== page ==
The release of the Tax Cuts and Jobs Act of 2017 this week constitutes a monumental step forward on the path to comprehensive tax reform. House Republicans have put forward a serious and thoughtful plan to fix many of the dangerous features of our broken tax code.
The response from Democrats, however, has been predictable: They were so anxious to dust off their tired class warfare manual that they didn’t bother to find facts to back it up. Luckily, the Washington Post fact-checkers took a much more serious interest in proofing their claims, digging a little deeper finding:
In their haste to condemn the GOP tax plan, Democrats have spread far and wide the false claim that families making less than $86,100 on average will face a hefty tax hike. Actually, it’s the opposite. Most families in that income range would get a tax cut.
The document Democrats had relied on estimated the effects of the unified framework, which was released in September. With details on where the income tax brackets will actually fall released in the bill today, we have an even clearer picture of how much tax relief American families and businesses can expect.
It is significant. Under this plan, the top rate of 39.6 percent remains, but four simpler, lower brackets exist underneath it: 35 percent, 25 percent, 12 percent, and zero percent. By also expanding the standard deduction, a majority of Americans will see their tax rates fall into those bottom two brackets.
The Democrats had to invent claims that lower-income earners would see a tax increase for good reason: The plan is detailed and aggressive in the relief it grants low- and middle-income earners.
There is one group of earners in particular who should be interested in the changes the plan proposes. Not only because they tend to be at the lower end of the income spectrum, but also because they have the most to gain from public policy that invests in our future: young people.
Last year was the first time Millennials and Gen-Xers overtook Baby Boomers as the largest part of the electorate. Within the next decade, Millennials are expected to be the largest voting bloc in the country. This generation has already begun building businesses and starting families. As a result, they've have been courted by brands who are eager to understand their vast potential as consumers. Public policy (as is usually the case) has moved much slower. The Tax Cuts and Jobs Bill of 2017 should be viewed as an entreaty to young people questioning how their evolving needs will be met in the future.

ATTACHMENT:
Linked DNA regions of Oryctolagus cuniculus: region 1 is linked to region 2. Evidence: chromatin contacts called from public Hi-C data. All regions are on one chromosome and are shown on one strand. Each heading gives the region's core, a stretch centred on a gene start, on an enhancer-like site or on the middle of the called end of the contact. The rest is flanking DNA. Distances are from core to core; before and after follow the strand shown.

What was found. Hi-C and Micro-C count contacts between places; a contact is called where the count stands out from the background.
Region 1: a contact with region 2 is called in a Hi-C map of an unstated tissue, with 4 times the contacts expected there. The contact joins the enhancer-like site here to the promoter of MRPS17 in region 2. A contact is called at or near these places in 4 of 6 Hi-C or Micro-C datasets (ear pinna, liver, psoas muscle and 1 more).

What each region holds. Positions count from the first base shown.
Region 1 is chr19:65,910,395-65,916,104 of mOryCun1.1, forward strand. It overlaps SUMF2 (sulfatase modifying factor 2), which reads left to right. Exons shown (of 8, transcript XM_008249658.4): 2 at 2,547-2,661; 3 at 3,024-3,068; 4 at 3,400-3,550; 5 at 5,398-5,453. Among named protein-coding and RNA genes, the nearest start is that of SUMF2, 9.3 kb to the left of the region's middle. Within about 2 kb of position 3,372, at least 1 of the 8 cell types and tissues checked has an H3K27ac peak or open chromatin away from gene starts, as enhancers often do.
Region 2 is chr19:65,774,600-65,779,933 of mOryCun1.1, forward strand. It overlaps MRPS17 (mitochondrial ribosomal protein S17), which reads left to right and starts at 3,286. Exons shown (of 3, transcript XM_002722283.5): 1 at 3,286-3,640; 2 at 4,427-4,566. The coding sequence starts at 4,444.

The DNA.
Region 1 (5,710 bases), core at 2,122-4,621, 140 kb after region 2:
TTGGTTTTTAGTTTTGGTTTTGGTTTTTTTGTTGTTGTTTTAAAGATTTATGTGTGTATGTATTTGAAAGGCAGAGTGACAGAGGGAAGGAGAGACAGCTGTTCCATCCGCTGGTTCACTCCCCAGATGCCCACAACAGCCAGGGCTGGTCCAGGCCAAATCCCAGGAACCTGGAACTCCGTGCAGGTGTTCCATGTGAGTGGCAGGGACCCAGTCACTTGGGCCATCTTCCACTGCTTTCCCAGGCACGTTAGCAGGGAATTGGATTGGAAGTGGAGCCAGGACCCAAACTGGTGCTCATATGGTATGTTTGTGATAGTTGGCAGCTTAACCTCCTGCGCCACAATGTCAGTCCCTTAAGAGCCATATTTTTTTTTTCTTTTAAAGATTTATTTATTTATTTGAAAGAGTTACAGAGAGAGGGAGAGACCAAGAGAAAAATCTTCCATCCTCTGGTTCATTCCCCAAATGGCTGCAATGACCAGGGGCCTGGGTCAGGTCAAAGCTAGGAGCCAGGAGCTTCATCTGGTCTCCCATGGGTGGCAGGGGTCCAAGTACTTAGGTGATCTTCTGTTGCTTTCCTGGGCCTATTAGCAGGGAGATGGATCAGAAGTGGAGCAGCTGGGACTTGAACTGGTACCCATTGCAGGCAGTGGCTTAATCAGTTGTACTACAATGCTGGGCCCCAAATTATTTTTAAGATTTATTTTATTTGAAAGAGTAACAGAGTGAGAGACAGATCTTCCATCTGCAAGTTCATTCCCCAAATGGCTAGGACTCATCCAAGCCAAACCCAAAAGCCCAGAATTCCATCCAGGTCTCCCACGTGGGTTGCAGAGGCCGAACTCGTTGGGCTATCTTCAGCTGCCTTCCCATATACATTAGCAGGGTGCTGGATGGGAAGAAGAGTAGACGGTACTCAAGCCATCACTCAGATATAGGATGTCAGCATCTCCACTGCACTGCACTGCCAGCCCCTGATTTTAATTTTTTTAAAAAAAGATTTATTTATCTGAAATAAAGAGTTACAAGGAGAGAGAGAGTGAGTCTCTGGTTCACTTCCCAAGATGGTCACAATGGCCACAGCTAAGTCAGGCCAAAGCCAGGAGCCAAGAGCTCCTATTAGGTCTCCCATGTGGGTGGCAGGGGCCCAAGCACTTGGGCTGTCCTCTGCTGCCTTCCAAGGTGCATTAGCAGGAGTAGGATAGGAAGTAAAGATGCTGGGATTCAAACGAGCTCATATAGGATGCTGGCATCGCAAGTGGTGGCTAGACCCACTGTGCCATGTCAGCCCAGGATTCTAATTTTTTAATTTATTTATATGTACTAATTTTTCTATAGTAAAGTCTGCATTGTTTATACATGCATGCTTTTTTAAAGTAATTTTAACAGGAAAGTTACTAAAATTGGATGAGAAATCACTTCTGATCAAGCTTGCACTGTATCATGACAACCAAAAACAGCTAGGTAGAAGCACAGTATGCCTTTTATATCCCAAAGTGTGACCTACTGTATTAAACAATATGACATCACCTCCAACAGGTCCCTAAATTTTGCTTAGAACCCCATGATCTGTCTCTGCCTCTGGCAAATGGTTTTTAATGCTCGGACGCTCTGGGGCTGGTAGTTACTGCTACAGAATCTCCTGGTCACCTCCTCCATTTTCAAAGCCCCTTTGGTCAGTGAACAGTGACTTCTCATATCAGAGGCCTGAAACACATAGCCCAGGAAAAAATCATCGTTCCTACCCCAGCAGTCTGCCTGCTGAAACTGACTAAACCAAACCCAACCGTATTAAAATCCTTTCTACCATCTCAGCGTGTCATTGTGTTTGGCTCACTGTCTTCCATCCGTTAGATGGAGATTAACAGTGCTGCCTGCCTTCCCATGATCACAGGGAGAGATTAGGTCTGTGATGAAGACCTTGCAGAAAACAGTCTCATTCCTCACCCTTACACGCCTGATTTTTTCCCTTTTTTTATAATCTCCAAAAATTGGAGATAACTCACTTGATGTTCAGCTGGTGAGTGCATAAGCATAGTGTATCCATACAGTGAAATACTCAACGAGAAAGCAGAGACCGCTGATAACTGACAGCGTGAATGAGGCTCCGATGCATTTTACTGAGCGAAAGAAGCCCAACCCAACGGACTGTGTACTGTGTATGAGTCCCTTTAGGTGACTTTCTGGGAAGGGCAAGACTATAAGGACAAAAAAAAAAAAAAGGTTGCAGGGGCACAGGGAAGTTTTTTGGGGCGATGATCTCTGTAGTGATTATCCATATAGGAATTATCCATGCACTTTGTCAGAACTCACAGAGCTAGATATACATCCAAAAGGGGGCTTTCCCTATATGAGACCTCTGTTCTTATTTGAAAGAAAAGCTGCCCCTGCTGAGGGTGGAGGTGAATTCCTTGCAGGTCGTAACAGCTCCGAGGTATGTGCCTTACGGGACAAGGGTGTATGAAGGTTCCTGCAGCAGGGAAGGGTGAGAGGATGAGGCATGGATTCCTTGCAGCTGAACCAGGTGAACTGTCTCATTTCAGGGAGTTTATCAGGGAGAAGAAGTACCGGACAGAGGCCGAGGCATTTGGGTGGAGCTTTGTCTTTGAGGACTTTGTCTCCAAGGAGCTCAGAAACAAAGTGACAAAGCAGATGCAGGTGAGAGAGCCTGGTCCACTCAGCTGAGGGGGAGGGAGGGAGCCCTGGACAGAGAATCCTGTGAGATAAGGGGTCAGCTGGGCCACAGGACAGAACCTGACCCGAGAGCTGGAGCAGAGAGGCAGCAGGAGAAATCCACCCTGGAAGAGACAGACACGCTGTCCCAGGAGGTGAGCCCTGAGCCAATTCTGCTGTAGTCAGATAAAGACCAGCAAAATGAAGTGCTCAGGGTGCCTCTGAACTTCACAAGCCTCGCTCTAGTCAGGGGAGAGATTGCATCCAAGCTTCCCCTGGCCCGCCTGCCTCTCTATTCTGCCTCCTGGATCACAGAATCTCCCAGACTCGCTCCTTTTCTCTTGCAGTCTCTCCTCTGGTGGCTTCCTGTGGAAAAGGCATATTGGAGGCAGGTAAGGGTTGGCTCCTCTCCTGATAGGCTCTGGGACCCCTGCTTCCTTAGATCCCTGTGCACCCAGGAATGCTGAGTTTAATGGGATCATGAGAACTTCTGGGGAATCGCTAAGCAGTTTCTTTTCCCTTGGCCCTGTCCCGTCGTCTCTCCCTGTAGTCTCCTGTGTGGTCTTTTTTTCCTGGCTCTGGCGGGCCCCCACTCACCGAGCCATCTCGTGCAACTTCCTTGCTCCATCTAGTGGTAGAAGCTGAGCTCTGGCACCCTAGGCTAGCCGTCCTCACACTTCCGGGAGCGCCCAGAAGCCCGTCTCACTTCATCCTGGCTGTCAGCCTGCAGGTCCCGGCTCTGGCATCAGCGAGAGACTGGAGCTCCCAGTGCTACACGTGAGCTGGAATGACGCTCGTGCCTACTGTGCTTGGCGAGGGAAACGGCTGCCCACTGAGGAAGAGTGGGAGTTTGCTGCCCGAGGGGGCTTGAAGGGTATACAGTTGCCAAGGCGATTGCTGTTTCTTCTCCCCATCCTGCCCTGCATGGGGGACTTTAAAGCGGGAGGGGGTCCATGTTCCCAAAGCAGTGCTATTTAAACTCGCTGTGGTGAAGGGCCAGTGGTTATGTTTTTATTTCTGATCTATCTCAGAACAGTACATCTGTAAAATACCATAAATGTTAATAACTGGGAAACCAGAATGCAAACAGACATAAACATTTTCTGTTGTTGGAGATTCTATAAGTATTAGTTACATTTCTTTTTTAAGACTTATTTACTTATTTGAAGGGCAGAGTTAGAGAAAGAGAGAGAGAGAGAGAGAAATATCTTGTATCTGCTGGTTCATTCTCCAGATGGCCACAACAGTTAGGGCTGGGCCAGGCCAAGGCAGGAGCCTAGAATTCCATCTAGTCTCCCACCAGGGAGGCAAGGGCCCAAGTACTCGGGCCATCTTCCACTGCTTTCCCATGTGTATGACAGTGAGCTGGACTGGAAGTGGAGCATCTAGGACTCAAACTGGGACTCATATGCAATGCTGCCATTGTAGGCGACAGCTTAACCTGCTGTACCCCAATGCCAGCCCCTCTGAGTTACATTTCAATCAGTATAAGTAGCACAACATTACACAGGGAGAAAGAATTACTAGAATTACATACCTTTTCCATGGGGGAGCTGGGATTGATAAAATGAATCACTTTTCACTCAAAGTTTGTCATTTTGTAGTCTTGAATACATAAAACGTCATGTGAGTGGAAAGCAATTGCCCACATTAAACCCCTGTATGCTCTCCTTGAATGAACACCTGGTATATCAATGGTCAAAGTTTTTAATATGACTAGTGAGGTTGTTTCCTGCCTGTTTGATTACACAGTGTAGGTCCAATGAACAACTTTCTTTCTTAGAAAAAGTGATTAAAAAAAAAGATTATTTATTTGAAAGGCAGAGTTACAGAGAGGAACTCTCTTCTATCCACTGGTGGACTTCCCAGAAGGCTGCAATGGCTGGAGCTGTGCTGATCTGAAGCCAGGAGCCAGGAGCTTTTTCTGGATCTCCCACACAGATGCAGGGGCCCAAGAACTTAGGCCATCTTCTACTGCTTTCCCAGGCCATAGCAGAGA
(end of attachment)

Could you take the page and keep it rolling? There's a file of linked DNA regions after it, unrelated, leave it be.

Data from 2016 show Millennials focus on entrepreneurship more than any other generation: More than 62 percent of Millennials have considered starting their own business, and nearly three-quarters believe that startups and entrepreneurs are “essential for promoting innovation and jobs.”
The tax bill released on Thursday responds to this perspective in several ways. It makes it easier for entrepreneurs to invest in their businesses by implementing full expensing, which allows businesses to write-off the cost of purchases fully and immediately. This stands in contrast to current rules, which set arbitrary standards for business owners to deduct, over time, the cost of their capital investments.
By dropping and condensing the personal income tax rates, small businesses whose taxes are paid on their owner’s personal tax returns, will see a tax cut. The bill simplifies the rules for how small business income will be taxed and brings U.S. law in line with common practices, giving small business owners confidence and clarity.
The plan lowers the corporate tax rate from 35 percent to 20 percent and moves the U.S. corporate tax system to a territorial system, making U.S. companies internationally competitive. Taken together with efforts to streamline the tax code and induce investment, the corporate rate reduction will allow companies to invest in their business here at home. Workers will experience obvious benefits of such policies; the Council of Economic Advisers estimated that the rate reduction alone would result in a $4,000 wage increase for the average worker.
There are less obvious, but no less important, reasons young people should be interested in the House GOP plan. As my colleague Ryan Ellis points out at Forbes: The marriage penalty — that is, the flaw of the tax code that forces couples with combined incomes into a higher tax bracket than they otherwise would land as single filers — won’t hit couples until their taxable income totals $260,000, which is much higher than today.
It is perhaps conventional to hold young people, and Millennials in particular, in sardonically low regard — but they are the most salient demographic in business and, as of now, in politics. Companies have invested significant time and resources into understanding them as consumers; wise politicians should likewise be interested in understanding how public policy can unlock their potential and provide them the confidence to thrive.
With the tax plan released on Thursday, House Republicans may be starting to do just that.
Mattie Duppler Springer (@MDuppler) is a contributor to the Washington Examiner's Beltway Confidential blog. She is the senior fellow for fiscal policy at the National Taxpayers Union. She's also the president of Forward Strategies, a strategic consulting firm.
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